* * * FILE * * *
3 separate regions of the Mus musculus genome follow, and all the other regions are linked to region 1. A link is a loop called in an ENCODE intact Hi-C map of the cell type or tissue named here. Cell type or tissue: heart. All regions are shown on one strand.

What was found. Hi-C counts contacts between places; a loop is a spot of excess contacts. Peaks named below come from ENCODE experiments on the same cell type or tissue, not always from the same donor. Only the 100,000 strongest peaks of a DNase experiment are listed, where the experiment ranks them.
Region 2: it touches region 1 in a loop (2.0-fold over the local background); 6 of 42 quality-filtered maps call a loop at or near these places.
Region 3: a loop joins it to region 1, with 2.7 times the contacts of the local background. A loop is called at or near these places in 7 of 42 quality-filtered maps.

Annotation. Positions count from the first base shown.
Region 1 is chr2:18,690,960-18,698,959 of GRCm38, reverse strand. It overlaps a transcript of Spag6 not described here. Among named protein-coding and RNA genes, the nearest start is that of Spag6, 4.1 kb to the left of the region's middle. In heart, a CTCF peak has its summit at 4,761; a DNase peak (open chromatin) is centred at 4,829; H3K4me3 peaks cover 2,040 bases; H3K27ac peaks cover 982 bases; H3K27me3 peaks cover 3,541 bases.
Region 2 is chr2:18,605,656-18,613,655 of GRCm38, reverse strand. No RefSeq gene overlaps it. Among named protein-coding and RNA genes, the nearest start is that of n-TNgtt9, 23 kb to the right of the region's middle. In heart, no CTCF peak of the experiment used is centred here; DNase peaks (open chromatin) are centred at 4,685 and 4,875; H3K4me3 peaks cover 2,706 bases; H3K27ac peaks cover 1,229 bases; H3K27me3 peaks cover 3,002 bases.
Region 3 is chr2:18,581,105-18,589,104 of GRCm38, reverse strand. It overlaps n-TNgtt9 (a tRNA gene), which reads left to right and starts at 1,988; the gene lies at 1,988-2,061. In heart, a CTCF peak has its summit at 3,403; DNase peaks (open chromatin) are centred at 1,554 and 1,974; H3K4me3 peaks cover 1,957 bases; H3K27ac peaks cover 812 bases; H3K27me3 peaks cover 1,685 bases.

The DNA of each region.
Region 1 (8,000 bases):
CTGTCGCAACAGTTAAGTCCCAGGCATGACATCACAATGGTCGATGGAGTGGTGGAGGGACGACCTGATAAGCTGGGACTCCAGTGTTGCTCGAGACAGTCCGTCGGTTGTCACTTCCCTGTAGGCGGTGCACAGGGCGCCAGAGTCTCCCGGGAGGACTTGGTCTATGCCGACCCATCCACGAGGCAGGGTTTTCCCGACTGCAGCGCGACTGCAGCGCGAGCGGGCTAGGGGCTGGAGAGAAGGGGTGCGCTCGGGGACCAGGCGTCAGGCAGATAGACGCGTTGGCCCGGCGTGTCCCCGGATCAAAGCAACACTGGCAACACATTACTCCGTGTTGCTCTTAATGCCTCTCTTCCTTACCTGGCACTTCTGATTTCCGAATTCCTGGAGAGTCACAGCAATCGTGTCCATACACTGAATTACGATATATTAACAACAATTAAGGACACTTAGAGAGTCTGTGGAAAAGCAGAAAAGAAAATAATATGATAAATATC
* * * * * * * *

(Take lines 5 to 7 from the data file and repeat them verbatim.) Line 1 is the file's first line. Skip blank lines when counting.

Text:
Annotation. Positions count from the first base shown.
Region 1 is chr2:18,690,960-18,698,959 of GRCm38, reverse strand. It overlaps a transcript of Spag6 not described here. Among named protein-coding and RNA genes, the nearest start is that of Spag6, 4.1 kb to the left of the region's middle. In heart, a CTCF peak has its summit at 4,761; a DNase peak (open chromatin) is centred at 4,829; H3K4me3 peaks cover 2,040 bases; H3K27ac peaks cover 982 bases; H3K27me3 peaks cover 3,541 bases.
Region 2 is chr2:18,605,656-18,613,655 of GRCm38, reverse strand. No RefSeq gene overlaps it. Among named protein-coding and RNA genes, the nearest start is that of n-TNgtt9, 23 kb to the right of the region's middle. In heart, no CTCF peak of the experiment used is centred here; DNase peaks (open chromatin) are centred at 4,685 and 4,875; H3K4me3 peaks cover 2,706 bases; H3K27ac peaks cover 1,229 bases; H3K27me3 peaks cover 3,002 bases.